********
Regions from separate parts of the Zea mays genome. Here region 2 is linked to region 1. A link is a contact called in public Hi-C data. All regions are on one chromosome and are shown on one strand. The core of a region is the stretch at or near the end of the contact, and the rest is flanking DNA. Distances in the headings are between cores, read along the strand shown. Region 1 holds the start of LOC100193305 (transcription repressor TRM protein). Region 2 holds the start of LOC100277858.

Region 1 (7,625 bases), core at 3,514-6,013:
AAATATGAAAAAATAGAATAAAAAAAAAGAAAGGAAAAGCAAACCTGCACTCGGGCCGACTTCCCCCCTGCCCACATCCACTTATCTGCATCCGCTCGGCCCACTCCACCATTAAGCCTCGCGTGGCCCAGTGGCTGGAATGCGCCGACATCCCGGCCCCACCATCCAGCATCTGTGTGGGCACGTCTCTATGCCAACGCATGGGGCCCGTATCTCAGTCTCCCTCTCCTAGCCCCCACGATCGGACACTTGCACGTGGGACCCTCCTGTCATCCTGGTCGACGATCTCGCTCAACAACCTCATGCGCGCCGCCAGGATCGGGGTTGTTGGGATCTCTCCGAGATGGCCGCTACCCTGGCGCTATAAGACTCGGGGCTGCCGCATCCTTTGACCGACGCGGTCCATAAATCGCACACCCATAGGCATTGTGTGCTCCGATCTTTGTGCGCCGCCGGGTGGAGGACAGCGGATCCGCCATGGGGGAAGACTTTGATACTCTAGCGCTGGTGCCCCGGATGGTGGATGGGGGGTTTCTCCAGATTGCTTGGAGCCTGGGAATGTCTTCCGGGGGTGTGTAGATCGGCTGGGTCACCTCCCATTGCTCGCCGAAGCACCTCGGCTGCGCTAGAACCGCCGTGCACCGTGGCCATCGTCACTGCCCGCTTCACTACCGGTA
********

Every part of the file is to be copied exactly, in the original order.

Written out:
Regions from separate parts of the Zea mays genome. Here region 2 is linked to region 1. A link is a contact called in public Hi-C data. All regions are on one chromosome and are shown on one strand. The core of a region is the stretch at or near the end of the contact, and the rest is flanking DNA. Distances in the headings are between cores, read along the strand shown. Region 1 holds the start of LOC100193305 (transcription repressor TRM protein). Region 2 holds the start of LOC100277858.

Region 1 (7,625 bases), core at 3,514-6,013:
AAATATGAAAAAATAGAATAAAAAAAAAGAAAGGAAAAGCAAACCTGCACTCGGGCCGACTTCCCCCCTGCCCACATCCACTTATCTGCATCCGCTCGGCCCACTCCACCATTAAGCCTCGCGTGGCCCAGTGGCTGGAATGCGCCGACATCCCGGCCCCACCATCCAGCATCTGTGTGGGCACGTCTCTATGCCAACGCATGGGGCCCGTATCTCAGTCTCCCTCTCCTAGCCCCCACGATCGGACACTTGCACGTGGGACCCTCCTGTCATCCTGGTCGACGATCTCGCTCAACAACCTCATGCGCGCCGCCAGGATCGGGGTTGTTGGGATCTCTCCGAGATGGCCGCTACCCTGGCGCTATAAGACTCGGGGCTGCCGCATCCTTTGACCGACGCGGTCCATAAATCGCACACCCATAGGCATTGTGTGCTCCGATCTTTGTGCGCCGCCGGGTGGAGGACAGCGGATCCGCCATGGGGGAAGACTTTGATACTCTAGCGCTGGTGCCCCGGATGGTGGATGGGGGGTTTCTCCAGATTGCTTGGAGCCTGGGAATGTCTTCCGGGGGTGTGTAGATCGGCTGGGTCACCTCCCATTGCTCGCCGAAGCACCTCGGCTGCGCTAGAACCGCCGTGCACCGTGGCCATCGTCACTGCCCGCTTCACTACCGGTA